By: E Smith Realty Parnters

In the past when selecting a site location for a distribution center the first considerations would be inbound/outbound transportation costs, rental rates, number of existing buildings, price of land, taxes, incentives, and cost of labor. 

These are all very important but the availability, sustainability, quality and cost of labor has risen as one of the most impactful factors in site selections. This is especially so for retailers who experience a seasonal surge in the fall when they have the need for temporary employment.  As a supply chain executive mentioned recently “we can have the best building with the best automation but without a quality labor pool to accurately execute the picking/shipping we will fail.” This is further emphasized in an e-commerce fulfillment environment.

Some geographic areas are challenged by their recent success. For example, Indianapolis, Indiana, Columbus, Ohio, Phoenix, AZ and Louisville, Kentucky are strong locations from an inbound/outbound transportation perspective and therefore these areas have experienced significant growth for distribution centers. Unfortunately, this applies pressure to the availability of the applicable workforce and the ability to scale during a seasonal surge.

In addition, what is the true cost of that workforce? In site selection, the retailers cannot depend on public information to estimate labor costs. For example, public data might state $9.50 is the average rate but if all the nearby DCs in a large industrial park are paying $10.50 then employees you intend to pay $9.50 will not have a long tenure. Budgeting the incorrect labor rates could have a significant impact when evaluating the ROI on a DC site selection.

A developing issue regarding warehouse labor cost is the rise of the minimum wage.

  • Many states and municipalities are passing legislation to increase the minimum hourly wage above the federally mandated $7.25 to as much as $15.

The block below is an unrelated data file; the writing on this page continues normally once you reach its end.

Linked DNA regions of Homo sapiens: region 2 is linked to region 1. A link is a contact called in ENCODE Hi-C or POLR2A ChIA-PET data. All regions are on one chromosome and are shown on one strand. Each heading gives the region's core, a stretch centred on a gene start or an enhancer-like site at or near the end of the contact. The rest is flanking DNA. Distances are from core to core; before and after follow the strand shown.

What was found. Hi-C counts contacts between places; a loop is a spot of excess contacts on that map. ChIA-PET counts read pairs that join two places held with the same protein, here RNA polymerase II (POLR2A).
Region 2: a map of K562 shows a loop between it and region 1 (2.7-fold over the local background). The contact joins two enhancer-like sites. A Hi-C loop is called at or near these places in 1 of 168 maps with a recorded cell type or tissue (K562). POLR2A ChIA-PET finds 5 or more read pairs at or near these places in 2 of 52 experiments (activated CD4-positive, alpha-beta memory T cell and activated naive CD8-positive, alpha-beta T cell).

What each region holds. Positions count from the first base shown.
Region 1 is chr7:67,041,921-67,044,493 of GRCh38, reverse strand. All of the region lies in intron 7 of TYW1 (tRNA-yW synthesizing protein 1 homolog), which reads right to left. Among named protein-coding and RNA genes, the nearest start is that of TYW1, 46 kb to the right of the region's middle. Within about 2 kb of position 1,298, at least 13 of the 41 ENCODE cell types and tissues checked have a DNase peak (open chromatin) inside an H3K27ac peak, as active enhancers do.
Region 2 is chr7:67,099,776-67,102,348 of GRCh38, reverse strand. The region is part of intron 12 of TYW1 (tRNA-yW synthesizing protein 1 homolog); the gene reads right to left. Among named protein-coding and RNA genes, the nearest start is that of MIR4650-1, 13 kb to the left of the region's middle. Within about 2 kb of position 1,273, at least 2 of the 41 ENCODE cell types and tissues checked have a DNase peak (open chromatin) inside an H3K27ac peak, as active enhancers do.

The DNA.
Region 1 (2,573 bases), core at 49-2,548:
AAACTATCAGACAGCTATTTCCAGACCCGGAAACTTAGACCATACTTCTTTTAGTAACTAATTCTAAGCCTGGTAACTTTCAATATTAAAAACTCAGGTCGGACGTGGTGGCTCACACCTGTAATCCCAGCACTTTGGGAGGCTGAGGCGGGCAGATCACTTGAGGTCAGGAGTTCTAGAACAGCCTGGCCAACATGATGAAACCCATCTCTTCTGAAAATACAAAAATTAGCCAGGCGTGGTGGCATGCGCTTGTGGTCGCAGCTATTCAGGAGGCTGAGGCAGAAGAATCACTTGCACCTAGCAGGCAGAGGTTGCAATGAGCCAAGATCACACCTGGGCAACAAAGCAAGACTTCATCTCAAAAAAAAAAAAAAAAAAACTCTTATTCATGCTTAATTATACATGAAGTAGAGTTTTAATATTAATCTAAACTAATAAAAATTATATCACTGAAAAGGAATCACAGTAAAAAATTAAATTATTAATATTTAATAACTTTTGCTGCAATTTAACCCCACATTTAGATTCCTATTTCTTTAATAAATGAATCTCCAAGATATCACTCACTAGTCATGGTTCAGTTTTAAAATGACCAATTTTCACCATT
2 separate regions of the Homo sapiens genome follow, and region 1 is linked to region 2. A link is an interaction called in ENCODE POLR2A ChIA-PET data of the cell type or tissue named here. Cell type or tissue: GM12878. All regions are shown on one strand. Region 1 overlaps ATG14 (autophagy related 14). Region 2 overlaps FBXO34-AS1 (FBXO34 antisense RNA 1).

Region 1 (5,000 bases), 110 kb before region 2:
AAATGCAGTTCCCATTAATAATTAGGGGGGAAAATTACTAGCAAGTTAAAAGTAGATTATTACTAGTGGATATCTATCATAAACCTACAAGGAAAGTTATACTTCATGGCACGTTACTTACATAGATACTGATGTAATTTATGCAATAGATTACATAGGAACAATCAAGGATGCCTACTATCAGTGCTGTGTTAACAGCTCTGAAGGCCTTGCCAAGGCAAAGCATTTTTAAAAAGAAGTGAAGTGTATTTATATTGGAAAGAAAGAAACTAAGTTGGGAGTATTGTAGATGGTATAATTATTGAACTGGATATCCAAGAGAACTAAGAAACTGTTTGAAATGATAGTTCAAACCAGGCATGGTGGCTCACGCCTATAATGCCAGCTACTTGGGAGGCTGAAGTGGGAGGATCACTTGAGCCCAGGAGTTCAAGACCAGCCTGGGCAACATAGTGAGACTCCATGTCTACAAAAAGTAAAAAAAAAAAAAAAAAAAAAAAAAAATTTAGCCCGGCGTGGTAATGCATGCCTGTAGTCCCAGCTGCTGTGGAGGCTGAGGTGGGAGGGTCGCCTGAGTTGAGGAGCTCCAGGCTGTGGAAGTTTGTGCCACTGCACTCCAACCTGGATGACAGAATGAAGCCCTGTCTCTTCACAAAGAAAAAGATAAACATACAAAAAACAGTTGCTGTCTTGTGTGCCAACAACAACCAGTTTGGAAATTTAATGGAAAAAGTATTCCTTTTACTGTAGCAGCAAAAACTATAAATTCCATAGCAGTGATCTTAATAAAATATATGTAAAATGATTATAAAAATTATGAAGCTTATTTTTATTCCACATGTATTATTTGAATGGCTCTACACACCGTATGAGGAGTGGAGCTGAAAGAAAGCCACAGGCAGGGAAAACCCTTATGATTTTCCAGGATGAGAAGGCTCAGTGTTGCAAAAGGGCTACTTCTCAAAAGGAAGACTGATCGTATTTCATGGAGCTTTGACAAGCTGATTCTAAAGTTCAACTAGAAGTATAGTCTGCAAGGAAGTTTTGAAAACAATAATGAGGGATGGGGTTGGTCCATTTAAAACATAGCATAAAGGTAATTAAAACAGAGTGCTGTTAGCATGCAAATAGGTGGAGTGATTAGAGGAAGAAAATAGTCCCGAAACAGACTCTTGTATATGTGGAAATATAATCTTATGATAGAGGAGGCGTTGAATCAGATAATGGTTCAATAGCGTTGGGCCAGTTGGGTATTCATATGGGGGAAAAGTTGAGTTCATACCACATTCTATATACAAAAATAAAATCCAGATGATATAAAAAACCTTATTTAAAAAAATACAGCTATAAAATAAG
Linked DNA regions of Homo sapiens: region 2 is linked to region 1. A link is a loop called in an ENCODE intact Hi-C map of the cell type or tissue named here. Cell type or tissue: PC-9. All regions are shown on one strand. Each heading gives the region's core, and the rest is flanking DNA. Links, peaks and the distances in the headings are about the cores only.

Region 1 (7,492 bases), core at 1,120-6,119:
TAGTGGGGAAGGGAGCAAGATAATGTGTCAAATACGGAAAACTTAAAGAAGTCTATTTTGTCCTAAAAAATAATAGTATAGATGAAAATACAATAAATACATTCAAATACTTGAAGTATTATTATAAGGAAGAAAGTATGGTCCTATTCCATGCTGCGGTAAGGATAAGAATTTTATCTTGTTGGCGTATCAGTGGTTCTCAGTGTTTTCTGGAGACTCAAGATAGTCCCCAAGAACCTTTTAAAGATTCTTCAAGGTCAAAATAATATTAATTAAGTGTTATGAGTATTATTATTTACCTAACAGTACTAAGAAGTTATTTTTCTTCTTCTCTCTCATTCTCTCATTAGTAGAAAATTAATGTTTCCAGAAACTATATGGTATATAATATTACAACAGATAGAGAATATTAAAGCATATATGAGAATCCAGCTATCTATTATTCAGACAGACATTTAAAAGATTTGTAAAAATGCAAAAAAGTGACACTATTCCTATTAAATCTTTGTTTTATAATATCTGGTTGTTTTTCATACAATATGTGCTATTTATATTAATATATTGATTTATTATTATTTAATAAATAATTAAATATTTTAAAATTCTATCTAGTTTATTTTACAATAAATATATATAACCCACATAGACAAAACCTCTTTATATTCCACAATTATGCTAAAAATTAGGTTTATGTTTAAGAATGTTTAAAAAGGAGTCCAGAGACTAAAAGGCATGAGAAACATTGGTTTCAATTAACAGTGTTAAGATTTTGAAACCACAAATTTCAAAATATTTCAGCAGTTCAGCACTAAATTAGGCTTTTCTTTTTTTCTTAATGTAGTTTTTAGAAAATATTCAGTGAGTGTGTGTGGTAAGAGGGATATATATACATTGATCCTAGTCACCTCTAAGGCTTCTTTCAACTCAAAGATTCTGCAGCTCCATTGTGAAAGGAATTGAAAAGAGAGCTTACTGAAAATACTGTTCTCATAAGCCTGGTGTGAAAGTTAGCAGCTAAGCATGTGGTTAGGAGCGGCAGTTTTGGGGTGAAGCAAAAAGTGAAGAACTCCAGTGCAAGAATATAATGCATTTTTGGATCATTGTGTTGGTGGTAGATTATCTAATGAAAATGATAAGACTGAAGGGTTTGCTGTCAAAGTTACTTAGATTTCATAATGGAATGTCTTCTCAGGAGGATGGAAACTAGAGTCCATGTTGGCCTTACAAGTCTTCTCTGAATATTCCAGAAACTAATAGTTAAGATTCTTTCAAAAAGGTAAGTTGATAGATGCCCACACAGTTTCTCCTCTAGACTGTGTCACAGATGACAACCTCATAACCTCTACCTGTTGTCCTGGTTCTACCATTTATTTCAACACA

• Labor accounts for nearly 20% of total supply chain costs. Rising wages are having a significant impact on the bottom line.
  • A $1 per hour increase for a fulfillment operation with 500 employees will increase labor costs by ~$1 million per year.
  • A $1 million cost increase in the average 500,000 SF facility equates to a 37% rent increase.

Rising wages may encourage distribution users to seek new locations in neighboring municipalities or states with lower wage scales, or pursue automation alternatives.

When evaluating a DC site location, a retailer must create a team to truly understand and quantify the following:

  • Does the available labor pool match the required skill set?
  • Will the labor pool continue to be reduced/pressured because of nearby economic growth?
  • What is the true cost to hire and retain employees?
  • What are optimal commuting patterns?
  • Do the correct metrics exist for the retailer to hire a 4:1 ratio during the seasonal surge?
  • Are there competitive DCs in the area and building characteristics that influence employee retention?

E Smith specializes in distribution site selection with regards to real estate, labor, transportation and incentives. E Smith has an internal labor analytics team which can predict warehouse labor availability, sustainability, and cost (including peak).  For more information and assistance with distribution site selection, contact Brad Struck, President of industrial services.